Francesca Bonalumi has successfully defended her PhD dissertation on the 26th of September, with Ira Noveck (Centre National de la Recherche Scientifique) and Patricia Kanngeiser (University of Plymouth) as her external examiners. Below is the "flyer" for the event:
Monday 26 September, 2pm
The Department of Cognitive Science
cordially invites you
to the public defense of the PhD thesis
How we rely on each other:
The perception of commitment in joint activities and communication
by Francesca Bonalumi
MONDAY, SEPT 26, 2 P.M. CET| D001 QS VIENNA AND ONLINE (ZOOM)
Meeting ID: 951 4605 1291
PRIMARY SUPERVISOR: Christophe Heintz (CEU)
SECONDARY SUPERVISOR: Gergely Csibra (CEU)
ADVISOR: Thom Scott-Phillips (University of The Basque Country)
ADVISOR: John Michael (State University of Milan)
Members of the Dissertation Committee:
Eva Wittenberg, Chair, CEU
Ira Noveck, external examiner, Centre National de la Recherche Scientifique
Patricia Kanngiesser, external examiner, University of Plymouth
People rely on others often and for many things. Friends rely on each other showing up on time when they meet; colleagues rely on other colleagues to do their part of the job; and, in general, people rely on others living up to their commitments. This phenomenon grounding our social life is as natural as puzzling: relying on each other enables mutually beneficial opportunities, but reliance also makes one vulnerable to the whims of those on which they rely. Why and when do people decide to rely on others? How do they manage to rely on others living up to their commitments, when others may have incentives to behave otherwise? In this thesis, I argue that people rely on others doing something when they perceive others to be committed to it. The perception of commitment is based on various cues, including verbal promises, of course, but also more subtle evidence that the fact that a partner is relying is recognised by the partner who commits.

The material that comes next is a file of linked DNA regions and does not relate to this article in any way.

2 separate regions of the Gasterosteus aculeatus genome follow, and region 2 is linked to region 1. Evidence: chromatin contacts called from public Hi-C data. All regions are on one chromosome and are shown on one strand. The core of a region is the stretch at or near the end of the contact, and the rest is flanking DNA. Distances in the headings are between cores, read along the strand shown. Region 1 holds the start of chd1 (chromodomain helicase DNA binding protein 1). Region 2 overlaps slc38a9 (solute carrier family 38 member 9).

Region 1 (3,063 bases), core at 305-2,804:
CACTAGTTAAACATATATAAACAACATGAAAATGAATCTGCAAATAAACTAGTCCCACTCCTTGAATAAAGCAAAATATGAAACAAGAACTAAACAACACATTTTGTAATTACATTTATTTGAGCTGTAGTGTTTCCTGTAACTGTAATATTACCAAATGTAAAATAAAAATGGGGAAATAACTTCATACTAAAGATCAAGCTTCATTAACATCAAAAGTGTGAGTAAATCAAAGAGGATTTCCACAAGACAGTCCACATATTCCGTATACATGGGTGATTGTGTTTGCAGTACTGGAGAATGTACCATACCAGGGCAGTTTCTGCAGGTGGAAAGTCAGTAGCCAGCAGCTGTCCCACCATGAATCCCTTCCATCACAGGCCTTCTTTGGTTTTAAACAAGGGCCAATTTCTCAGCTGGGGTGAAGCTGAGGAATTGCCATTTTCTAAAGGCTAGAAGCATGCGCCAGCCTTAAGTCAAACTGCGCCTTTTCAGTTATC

I will first present a psychological characterisation of the phenomena of committing and relying, suggesting that minimal cues of a commitment initiate a self-reinforcing feedback loop that strengthen the perception of both one’s honouring and a partner’s relying on such commitment.
Chapter 1 and 2 empirically investigate what are these minimal cues. In Chapter 1, I present a set of studies which reveal two factors that lead to perceiving commitment: the effort put in a joint activity and a shared history of repeated and successful interaction. In Chapter 2, I show that mutual beliefs about partner’s reliance are crucially involved when perceiving commitment.
Chapter 3 and 4 address the topics of commitment and reliance in the context of communicative interactions. In Chapter 3, I show that people hold communicators accountable for breaking implicit promises when such promises were relied upon. By contrast, when what was communicated was not relied upon, the audience does not hold communicators accountable even if promises were explicitly uttered. In Chapter 4, I present a study showing how partner’s reliance has an influence on whether denials of implied contents are plausible or not.
Chapter 5 and 6 shifts the focus to the development of a capacity to recognise commitments, and how children react to commitment violations. In Chapter 5 I investigate whether 3-year-old children recognise appropriate motives to break a joint commitment, and whether they manifest appropriate reactions in such cases (when a partner had a moral rather than a selfish motive to break a previous commitment). In Chapter 6, I investigate whether 6- to-7-years-old children discriminate between different sources when holding communicators accountable for their misleading suggestions.
Finally, I present two case studies where the perception of commitment plays a key (and problematic) role: the case of sexual consent, and the case of digital communication. I explain how my findings contribute to explain these phenomena and inform policy.